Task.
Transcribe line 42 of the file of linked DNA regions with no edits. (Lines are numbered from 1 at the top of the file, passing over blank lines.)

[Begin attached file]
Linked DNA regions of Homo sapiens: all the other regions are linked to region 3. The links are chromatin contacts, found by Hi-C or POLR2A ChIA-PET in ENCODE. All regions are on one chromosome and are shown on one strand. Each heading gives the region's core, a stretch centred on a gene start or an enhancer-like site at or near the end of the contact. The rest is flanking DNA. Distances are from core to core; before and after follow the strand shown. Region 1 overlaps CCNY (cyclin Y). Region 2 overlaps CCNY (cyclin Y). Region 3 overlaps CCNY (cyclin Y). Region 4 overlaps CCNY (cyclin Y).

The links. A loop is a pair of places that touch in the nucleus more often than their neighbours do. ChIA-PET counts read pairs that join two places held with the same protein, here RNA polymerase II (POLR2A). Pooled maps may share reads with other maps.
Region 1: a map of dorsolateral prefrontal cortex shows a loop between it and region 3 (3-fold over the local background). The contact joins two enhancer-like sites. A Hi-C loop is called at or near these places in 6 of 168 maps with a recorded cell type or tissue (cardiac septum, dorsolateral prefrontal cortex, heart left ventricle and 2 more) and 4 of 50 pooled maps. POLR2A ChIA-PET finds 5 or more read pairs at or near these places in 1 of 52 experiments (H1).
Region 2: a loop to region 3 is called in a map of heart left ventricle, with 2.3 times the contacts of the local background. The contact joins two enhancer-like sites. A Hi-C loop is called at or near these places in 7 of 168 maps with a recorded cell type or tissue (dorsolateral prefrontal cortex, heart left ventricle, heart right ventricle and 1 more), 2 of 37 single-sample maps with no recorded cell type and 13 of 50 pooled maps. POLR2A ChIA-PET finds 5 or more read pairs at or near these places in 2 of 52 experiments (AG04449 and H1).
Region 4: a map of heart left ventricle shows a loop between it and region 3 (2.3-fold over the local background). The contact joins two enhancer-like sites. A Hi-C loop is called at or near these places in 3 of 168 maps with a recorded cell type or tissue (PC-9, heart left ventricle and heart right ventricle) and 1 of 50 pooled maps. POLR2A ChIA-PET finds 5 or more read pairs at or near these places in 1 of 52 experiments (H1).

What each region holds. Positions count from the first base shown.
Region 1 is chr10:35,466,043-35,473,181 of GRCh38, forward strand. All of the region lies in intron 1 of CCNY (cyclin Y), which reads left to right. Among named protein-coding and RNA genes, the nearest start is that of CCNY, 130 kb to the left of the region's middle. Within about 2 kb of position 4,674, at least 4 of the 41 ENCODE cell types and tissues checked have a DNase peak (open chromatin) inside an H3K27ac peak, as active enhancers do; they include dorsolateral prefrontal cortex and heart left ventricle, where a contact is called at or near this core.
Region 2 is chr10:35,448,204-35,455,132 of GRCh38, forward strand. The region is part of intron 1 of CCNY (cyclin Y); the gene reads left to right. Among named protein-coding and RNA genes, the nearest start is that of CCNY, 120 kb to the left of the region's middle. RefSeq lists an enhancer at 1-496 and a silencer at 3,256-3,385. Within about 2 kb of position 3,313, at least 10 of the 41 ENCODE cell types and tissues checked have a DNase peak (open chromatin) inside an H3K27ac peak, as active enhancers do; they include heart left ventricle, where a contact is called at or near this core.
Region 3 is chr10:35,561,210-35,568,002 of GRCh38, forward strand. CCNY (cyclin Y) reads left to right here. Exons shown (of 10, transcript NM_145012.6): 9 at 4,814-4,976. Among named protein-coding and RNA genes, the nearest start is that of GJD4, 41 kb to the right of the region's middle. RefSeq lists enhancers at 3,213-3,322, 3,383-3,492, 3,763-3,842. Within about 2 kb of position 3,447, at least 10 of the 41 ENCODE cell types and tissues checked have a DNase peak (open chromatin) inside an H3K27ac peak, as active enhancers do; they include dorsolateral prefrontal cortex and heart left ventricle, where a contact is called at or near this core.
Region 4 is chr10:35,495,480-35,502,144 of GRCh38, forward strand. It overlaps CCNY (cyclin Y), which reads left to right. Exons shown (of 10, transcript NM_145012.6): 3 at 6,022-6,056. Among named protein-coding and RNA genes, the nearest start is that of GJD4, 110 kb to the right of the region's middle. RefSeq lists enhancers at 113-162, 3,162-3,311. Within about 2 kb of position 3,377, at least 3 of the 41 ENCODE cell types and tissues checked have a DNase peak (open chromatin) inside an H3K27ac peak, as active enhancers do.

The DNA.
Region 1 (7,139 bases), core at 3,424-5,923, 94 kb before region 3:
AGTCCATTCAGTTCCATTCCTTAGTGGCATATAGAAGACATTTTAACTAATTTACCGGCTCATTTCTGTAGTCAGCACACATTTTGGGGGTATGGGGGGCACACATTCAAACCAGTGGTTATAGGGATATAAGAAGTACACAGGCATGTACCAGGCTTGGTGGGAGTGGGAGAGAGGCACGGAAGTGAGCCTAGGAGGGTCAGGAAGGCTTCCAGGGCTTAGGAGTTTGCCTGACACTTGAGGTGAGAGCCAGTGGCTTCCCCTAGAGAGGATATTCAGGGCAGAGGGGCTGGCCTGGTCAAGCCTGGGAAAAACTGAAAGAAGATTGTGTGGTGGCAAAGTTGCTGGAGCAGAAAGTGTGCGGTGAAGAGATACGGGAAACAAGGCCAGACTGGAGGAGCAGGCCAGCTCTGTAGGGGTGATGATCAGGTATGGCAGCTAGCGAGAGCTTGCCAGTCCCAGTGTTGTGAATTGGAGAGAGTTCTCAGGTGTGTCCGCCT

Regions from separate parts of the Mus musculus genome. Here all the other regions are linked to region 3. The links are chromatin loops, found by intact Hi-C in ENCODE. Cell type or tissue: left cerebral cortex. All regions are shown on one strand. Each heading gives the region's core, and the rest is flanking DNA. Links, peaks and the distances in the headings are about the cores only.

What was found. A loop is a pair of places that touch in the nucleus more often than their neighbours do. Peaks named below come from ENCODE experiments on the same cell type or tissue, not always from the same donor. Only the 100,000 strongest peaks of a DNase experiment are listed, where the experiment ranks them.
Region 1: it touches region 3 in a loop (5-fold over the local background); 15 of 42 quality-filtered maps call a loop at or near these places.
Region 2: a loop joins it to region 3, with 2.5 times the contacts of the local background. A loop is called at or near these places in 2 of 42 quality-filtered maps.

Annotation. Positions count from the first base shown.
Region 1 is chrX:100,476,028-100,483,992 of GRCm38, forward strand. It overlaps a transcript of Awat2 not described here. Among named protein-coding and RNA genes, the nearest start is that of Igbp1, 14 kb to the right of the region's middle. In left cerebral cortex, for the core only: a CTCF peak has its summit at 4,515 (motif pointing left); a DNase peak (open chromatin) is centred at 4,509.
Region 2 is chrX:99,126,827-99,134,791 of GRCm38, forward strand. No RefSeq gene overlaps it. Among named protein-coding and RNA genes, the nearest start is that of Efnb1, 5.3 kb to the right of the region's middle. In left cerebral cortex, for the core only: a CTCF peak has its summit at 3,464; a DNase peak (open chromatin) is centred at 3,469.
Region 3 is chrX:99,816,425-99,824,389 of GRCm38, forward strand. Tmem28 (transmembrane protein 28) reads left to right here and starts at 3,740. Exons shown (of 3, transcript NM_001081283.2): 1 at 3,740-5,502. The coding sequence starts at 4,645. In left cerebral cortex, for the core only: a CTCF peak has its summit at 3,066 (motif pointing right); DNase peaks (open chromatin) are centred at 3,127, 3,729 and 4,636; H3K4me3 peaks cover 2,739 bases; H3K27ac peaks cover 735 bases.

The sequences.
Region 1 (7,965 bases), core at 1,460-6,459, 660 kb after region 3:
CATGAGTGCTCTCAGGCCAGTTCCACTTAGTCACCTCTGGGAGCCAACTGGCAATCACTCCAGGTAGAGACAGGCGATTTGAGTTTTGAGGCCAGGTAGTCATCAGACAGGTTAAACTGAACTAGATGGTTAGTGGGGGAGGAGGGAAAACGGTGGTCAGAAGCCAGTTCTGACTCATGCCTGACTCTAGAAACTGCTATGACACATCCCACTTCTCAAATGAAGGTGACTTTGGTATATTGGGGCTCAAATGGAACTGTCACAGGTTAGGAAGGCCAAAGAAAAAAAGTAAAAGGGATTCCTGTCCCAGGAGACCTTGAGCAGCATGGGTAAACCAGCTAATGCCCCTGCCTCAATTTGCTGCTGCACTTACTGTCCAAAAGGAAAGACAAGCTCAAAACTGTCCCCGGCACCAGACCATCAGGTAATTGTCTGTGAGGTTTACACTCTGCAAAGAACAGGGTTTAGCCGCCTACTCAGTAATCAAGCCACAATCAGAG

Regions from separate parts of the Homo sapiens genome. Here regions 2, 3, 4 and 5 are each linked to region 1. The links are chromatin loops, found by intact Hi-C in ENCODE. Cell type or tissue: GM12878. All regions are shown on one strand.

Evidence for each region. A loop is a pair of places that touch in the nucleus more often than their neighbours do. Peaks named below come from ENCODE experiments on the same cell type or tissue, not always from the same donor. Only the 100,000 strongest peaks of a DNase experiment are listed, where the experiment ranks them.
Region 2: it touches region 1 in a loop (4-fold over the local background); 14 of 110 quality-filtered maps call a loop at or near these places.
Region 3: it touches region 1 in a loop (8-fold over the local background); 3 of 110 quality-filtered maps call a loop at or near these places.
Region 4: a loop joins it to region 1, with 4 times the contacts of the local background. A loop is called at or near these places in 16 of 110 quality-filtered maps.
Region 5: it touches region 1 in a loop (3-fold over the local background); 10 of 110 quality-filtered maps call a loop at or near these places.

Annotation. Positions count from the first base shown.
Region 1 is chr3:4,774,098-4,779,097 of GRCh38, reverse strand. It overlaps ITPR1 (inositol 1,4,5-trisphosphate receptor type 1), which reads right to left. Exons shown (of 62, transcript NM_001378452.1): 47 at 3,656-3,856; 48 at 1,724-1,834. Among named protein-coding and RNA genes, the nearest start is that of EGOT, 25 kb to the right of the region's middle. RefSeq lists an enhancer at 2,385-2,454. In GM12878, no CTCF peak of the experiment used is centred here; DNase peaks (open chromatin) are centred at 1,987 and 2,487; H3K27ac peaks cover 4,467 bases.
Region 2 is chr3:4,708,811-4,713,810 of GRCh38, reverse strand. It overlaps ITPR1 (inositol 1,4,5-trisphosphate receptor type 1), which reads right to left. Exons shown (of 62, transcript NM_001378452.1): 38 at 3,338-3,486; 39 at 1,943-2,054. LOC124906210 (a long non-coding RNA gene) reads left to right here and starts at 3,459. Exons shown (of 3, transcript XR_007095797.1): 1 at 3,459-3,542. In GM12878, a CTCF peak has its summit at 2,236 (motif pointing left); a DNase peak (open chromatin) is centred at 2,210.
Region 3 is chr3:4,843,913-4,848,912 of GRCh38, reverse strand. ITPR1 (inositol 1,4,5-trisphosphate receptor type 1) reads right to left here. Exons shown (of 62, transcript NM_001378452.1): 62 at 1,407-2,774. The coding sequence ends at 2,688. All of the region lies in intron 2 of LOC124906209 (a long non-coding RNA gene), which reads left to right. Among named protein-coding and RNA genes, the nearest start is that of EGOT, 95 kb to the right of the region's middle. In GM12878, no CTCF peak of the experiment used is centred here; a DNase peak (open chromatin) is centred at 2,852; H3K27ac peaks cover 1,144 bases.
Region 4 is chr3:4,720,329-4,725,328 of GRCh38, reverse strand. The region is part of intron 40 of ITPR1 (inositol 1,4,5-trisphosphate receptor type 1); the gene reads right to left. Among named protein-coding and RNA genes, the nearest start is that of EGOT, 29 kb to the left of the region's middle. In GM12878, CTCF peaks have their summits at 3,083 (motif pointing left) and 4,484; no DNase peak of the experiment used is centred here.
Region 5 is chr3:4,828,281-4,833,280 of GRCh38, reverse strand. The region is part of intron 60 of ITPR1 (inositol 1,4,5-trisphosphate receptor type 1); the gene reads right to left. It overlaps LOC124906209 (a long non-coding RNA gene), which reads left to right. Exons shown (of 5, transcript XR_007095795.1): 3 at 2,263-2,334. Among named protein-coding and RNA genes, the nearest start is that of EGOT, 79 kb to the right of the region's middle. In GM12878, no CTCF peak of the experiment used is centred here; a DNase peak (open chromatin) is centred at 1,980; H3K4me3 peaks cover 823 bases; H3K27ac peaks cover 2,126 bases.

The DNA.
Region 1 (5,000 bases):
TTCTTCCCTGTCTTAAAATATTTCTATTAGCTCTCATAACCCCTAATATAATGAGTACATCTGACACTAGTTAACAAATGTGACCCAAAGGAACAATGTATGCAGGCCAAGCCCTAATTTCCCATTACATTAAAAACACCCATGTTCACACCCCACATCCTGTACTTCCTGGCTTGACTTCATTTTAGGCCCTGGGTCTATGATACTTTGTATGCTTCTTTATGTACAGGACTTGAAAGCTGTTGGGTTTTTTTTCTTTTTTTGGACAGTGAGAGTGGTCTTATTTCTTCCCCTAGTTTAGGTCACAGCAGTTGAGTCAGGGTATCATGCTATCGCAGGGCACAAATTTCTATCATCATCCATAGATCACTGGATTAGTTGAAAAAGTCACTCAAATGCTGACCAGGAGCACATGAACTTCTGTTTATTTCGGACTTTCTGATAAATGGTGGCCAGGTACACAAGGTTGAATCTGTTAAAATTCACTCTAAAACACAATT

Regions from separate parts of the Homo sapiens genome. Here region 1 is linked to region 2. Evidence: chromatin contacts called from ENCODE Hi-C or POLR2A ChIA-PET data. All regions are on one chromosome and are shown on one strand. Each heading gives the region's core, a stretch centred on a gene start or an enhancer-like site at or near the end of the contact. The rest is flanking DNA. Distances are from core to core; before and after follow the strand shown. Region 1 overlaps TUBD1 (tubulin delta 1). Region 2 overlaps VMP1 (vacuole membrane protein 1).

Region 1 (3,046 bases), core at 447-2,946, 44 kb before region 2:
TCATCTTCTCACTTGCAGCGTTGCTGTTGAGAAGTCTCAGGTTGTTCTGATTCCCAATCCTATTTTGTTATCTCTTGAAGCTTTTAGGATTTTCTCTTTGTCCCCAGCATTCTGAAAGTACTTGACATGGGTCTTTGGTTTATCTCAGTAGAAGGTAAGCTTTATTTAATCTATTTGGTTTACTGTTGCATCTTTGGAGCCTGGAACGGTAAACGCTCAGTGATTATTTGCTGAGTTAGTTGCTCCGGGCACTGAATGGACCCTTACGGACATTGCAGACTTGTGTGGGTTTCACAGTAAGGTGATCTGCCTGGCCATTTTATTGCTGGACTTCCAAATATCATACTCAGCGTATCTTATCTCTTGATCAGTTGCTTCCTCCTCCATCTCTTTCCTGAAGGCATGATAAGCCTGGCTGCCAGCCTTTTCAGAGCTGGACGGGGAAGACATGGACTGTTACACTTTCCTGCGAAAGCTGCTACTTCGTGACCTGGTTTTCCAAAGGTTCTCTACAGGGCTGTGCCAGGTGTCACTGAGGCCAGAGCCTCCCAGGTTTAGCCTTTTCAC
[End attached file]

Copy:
TCATCTTCTCACTTGCAGCGTTGCTGTTGAGAAGTCTCAGGTTGTTCTGATTCCCAATCCTATTTTGTTATCTCTTGAAGCTTTTAGGATTTTCTCTTTGTCCCCAGCATTCTGAAAGTACTTGACATGGGTCTTTGGTTTATCTCAGTAGAAGGTAAGCTTTATTTAATCTATTTGGTTTACTGTTGCATCTTTGGAGCCTGGAACGGTAAACGCTCAGTGATTATTTGCTGAGTTAGTTGCTCCGGGCACTGAATGGACCCTTACGGACATTGCAGACTTGTGTGGGTTTCACAGTAAGGTGATCTGCCTGGCCATTTTATTGCTGGACTTCCAAATATCATACTCAGCGTATCTTATCTCTTGATCAGTTGCTTCCTCCTCCATCTCTTTCCTGAAGGCATGATAAGCCTGGCTGCCAGCCTTTTCAGAGCTGGACGGGGAAGACATGGACTGTTACACTTTCCTGCGAAAGCTGCTACTTCGTGACCTGGTTTTCCAAAGGTTCTCTACAGGGCTGTGCCAGGTGTCACTGAGGCCAGAGCCTCCCAGGTTTAGCCTTTTCAC